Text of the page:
Holy men and women were important leaders and models of devotion to Christ and Christian spirituality.  They preach and convert (sometimes entire tribes); encourage fairness, patience, humility, and faith; discern and bring “evil” to light; pray consistently; and offer wisdom.  Some of these people were inspired to attend to the monk’s needs or become his disciples in the monastic habit. 
In this light, monks are the spiritual athletes and heroes of hagiographic literature.  People hear about their examples in readings during services at church or in literature that circulated widely about them.  One remembers that a major step in Augustine’s conversion to Christianity was reading a copy of Athanasius’ Life of Antony. 
It was not uncommon for monks to become clergy members, and many eastern bishops of the fourth and fifth centuries had previously been monks.
 From the fourth century, people begin to take pilgrimages to tour the monasteries in Egypt, Syria, and Palestine and talk to the holy men and women living there. 
Monks play important roles in the various theological controversies in the east.  They support bishops representing their position and some come to the councils themselves to voice their positions. 
Additional Reading:


Brown, P., “The Rise and Function of the Holy Man in Late Antiquity,” JRS 61 (1971), 80-101.


Brown, P., Body and Society: Men, Women, and Sexual Renunciation in Early Christianity.  New York 1988.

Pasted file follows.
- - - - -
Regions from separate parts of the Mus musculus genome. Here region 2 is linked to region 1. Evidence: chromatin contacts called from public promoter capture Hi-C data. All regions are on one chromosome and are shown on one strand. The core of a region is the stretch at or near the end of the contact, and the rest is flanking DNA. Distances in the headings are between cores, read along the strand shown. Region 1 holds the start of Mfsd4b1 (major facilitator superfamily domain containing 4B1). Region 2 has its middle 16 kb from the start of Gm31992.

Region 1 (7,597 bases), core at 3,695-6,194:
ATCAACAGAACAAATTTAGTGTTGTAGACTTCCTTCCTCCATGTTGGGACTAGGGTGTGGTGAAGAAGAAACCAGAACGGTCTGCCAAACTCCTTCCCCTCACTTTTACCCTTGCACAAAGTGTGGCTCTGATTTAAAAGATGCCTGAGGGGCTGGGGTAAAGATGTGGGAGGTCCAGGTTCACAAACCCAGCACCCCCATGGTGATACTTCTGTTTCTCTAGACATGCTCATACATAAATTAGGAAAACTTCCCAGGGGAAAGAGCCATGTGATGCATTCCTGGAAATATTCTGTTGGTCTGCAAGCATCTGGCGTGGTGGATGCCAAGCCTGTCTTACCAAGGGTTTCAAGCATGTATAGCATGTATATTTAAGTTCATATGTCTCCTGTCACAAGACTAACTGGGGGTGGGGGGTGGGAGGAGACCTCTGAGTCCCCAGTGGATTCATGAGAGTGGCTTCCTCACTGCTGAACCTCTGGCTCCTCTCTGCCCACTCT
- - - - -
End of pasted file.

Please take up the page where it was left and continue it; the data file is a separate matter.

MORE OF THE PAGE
Brown, P., “Chapter 20. Asceticism: pagan and Christian,” in A. Cameron and P. Garnsey (eds.), Cambridge Ancient History 13 (1998), 601-631.


Brown, P., “Chapter 26. Holy Men,” in A. Cameron, B. Ward-Perkins, and M. Whitby (eds.), Cambridge Ancient History 14 (2000), 781-810.


Charanis, P., “The Monk in Byzantine Society,” Dumbarton Oaks Papers 25 (1971), 63-84, also reprinted in P. Charanis, Social, Economic and Political Life in the Byzantine Empire, Collected Studies.  London 1973.


Chitty, D.,  The Desert a City: An Introduction to the Study of Egyptian and Palestinian Monasticism under the Christian Empire.  London 1966.


Rodley, L., Cave Monasteries of Byzantine Cappadocia.  Cambridge 1985.


Rousseau, P., Ascetics, Authority, and the Church in the Age of Jerome and Cassian.  Oxford 1978.


Rousseau, P., Pachomius: the Making of a Community in Fourth-Century Egypt.  Berkeley 1985.


Rousseau, P., “Chapter 25. Monasticism,” in A. Cameron, B. Ward-Perkins, and M. Whitby (eds.), Cambridge Ancient History 14 (2000), 745-80.


Talbot, A-M., “An Introduction to Byzantine Monasticism,” Illinois Classical Studies 12 (1987), 229-241.


Wimbush, V. (ed.), Ascetic Behavior in Greco-Roman Antiquity.  A Sourcebook.  Minneapolis 1990.